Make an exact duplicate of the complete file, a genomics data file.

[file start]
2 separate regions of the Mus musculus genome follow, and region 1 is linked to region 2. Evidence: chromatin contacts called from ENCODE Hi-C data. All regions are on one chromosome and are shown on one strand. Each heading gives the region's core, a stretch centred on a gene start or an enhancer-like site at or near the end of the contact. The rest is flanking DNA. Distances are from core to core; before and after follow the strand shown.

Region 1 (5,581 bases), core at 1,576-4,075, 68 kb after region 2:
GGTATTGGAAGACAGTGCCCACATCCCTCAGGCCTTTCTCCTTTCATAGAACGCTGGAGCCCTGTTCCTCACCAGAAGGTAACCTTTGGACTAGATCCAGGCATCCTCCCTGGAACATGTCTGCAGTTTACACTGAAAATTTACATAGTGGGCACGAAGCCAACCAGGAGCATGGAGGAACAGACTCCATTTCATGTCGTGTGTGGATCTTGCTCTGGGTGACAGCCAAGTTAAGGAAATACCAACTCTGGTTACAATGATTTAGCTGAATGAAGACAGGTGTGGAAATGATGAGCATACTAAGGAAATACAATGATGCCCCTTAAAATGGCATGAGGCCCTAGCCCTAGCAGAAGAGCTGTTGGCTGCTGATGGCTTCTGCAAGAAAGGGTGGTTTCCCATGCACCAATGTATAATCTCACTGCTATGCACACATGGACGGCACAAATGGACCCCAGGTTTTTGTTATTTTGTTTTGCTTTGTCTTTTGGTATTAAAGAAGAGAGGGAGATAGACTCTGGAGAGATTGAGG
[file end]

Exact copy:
2 separate regions of the Mus musculus genome follow, and region 1 is linked to region 2. Evidence: chromatin contacts called from ENCODE Hi-C data. All regions are on one chromosome and are shown on one strand. Each heading gives the region's core, a stretch centred on a gene start or an enhancer-like site at or near the end of the contact. The rest is flanking DNA. Distances are from core to core; before and after follow the strand shown.

Region 1 (5,581 bases), core at 1,576-4,075, 68 kb after region 2:
GGTATTGGAAGACAGTGCCCACATCCCTCAGGCCTTTCTCCTTTCATAGAACGCTGGAGCCCTGTTCCTCACCAGAAGGTAACCTTTGGACTAGATCCAGGCATCCTCCCTGGAACATGTCTGCAGTTTACACTGAAAATTTACATAGTGGGCACGAAGCCAACCAGGAGCATGGAGGAACAGACTCCATTTCATGTCGTGTGTGGATCTTGCTCTGGGTGACAGCCAAGTTAAGGAAATACCAACTCTGGTTACAATGATTTAGCTGAATGAAGACAGGTGTGGAAATGATGAGCATACTAAGGAAATACAATGATGCCCCTTAAAATGGCATGAGGCCCTAGCCCTAGCAGAAGAGCTGTTGGCTGCTGATGGCTTCTGCAAGAAAGGGTGGTTTCCCATGCACCAATGTATAATCTCACTGCTATGCACACATGGACGGCACAAATGGACCCCAGGTTTTTGTTATTTTGTTTTGCTTTGTCTTTTGGTATTAAAGAAGAGAGGGAGATAGACTCTGGAGAGATTGAGG